W3C home > Mailing lists > Public > semantic-web@w3.org > November 2007

Re: Semantic Web User Agent Conformance

From: Sandro Hawke <sandro@w3.org>
Date: Thu, 22 Nov 2007 16:38:06 -0500
To: "Sean B. Palmer" <sean@miscoranda.com>
Cc: semantic-web@w3.org
Message-ID: <2057.1195767486@ubuhebe>


"Sean B. Palmer" <sean@miscoranda.com> writes:
> You have the same confusion as Alan, which I think was brought on by
> my use of the term "User Agent". This is part of a User Agent only,
> the very low level access part. Sort of like an HTTP module in
> Firefox--it's just a single and very primitive part of the User Agent
> I'm describing. Nothing to do with actually using the RDF at all, it's
> the step before that: getting the RDF.

If you're thinking about the same thing I'm thinking...

The first time I implemented this bit of code I called it a "pool".  It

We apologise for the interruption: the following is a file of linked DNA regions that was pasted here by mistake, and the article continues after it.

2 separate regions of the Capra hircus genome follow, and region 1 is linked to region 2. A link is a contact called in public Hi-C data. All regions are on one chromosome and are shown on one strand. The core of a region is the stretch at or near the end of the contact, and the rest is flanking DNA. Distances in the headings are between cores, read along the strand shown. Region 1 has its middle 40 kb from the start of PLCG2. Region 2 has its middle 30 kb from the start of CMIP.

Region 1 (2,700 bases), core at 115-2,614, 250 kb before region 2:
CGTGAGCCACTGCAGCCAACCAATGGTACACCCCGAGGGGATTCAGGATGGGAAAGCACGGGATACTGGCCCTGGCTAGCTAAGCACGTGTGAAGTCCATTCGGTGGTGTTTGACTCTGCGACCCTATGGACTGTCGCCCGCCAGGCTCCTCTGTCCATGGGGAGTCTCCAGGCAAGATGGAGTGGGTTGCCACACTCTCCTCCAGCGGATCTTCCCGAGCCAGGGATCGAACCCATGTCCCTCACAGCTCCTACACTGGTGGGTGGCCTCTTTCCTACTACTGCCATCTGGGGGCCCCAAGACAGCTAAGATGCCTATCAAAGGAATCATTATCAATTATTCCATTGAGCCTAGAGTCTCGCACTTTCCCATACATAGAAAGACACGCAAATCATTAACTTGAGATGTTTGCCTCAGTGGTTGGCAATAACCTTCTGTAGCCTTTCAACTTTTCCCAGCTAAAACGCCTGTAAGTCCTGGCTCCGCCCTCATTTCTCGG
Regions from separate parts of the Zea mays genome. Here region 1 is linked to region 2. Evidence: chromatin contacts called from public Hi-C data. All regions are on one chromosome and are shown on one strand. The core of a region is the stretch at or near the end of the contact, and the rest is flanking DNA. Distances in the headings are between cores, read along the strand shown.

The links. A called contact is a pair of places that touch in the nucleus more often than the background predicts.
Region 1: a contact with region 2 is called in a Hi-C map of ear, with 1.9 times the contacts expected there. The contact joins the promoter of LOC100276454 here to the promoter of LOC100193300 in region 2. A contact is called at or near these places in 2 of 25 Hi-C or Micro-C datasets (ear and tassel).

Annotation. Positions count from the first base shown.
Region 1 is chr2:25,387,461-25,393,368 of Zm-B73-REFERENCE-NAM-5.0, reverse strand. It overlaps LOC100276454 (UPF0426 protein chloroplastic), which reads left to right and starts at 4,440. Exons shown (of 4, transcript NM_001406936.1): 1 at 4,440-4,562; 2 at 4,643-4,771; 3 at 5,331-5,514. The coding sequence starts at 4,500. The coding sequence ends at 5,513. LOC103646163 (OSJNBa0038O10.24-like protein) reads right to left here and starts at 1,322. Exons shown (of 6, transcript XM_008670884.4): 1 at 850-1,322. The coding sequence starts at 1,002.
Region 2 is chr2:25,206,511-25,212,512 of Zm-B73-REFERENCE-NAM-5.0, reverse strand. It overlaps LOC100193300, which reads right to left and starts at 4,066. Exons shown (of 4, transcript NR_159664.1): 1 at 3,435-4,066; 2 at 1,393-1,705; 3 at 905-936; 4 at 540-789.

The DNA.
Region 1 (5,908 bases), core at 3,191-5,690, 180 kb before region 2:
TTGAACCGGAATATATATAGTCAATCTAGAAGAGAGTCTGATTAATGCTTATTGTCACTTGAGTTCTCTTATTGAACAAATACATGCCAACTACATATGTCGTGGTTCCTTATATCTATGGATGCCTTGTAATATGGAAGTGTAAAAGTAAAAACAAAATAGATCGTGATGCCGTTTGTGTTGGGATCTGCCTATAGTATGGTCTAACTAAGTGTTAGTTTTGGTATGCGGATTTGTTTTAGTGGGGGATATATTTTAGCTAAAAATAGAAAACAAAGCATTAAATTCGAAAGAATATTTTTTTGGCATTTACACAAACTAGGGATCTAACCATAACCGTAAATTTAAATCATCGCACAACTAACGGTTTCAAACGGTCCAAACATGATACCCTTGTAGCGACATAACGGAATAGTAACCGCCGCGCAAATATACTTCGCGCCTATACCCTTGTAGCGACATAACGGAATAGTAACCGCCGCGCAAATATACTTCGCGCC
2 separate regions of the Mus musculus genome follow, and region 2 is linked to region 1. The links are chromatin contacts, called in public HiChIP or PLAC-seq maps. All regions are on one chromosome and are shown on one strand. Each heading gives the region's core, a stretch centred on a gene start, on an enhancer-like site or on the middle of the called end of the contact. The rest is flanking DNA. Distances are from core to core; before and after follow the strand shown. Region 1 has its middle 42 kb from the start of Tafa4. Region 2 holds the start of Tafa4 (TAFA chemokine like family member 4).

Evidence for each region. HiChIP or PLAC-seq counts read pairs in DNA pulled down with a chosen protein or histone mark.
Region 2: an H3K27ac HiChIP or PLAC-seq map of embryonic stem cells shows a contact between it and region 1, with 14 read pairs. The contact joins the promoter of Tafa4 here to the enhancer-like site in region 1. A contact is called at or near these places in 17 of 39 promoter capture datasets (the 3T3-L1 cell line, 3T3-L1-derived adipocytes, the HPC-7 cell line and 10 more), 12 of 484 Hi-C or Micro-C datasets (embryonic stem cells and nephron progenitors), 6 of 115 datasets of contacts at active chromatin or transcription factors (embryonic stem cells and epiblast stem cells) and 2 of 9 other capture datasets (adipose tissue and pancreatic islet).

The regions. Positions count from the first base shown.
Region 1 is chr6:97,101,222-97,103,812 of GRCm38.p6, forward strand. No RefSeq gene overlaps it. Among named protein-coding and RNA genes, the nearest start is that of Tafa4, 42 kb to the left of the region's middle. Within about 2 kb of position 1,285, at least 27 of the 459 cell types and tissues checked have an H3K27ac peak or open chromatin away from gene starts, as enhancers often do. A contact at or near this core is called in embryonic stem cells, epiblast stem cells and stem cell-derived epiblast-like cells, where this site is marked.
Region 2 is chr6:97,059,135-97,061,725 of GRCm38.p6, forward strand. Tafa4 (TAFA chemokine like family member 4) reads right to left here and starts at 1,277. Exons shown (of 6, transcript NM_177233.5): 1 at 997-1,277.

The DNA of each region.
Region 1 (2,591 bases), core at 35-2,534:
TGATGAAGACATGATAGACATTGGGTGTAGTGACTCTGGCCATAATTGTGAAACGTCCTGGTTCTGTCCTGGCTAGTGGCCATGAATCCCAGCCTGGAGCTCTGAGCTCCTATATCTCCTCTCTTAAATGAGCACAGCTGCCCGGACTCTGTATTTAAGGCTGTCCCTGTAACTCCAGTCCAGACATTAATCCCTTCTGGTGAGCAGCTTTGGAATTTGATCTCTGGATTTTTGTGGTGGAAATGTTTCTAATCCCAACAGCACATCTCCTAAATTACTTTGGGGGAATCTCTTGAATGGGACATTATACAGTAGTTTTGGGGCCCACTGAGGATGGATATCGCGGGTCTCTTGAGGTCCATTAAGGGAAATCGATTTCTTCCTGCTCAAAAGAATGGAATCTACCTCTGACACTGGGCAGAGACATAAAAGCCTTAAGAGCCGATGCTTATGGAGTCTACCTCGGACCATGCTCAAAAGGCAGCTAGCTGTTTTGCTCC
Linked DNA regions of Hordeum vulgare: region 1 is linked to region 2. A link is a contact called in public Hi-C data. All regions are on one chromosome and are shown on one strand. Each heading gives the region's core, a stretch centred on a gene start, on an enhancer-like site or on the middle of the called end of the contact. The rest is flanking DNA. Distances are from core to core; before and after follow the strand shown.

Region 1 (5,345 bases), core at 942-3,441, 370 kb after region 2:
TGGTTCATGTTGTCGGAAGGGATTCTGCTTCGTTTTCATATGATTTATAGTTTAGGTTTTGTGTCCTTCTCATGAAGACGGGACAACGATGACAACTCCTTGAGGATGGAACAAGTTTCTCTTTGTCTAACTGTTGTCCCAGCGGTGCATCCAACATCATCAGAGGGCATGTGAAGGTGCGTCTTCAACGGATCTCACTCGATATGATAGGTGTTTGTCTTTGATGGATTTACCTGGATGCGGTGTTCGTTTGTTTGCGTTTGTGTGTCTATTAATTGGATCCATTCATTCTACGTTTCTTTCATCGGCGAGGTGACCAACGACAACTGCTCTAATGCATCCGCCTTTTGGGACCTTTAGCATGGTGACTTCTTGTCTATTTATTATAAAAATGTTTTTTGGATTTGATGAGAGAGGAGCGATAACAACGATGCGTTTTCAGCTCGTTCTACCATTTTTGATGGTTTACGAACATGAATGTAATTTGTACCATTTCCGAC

was in C++ and I had subclasses of Pool which did various levels of
logical inference and (I hoped, some day) web retrieval.

The most recent time I implemented this bit of code I called it a
"harvester".

In the SPARQL world, it's a kind of proxy.  You ask it questions via
SPARQL; it asks other folks questions (using SPARQL) and does inference.

The APIs don't have to be SPARQL of course.

If it stores any data, it does so as a cache.  It doesn't store data
itself.   If you're using SPARQL Update, it should make the changes back
on the source data.    It's an inferencing aggregator.

I think maybe the right term for this bit of code is 'Semantic Web Engine'.

I occasionally imagine I'll implement a good one and call it "Alfred"
(after Alfred Horn, Alfred North Whitehead, and Bruce Wayne's butler,
since it has elements of each).  It would be really nice to define the
market for these things, so they can compete and be plug-compatible.

       -- Sandro
Received on Thursday, 22 November 2007 21:38:47 UTC

This archive was generated by hypermail 2.4.0 : Friday, 17 January 2020 19:47:29 UTC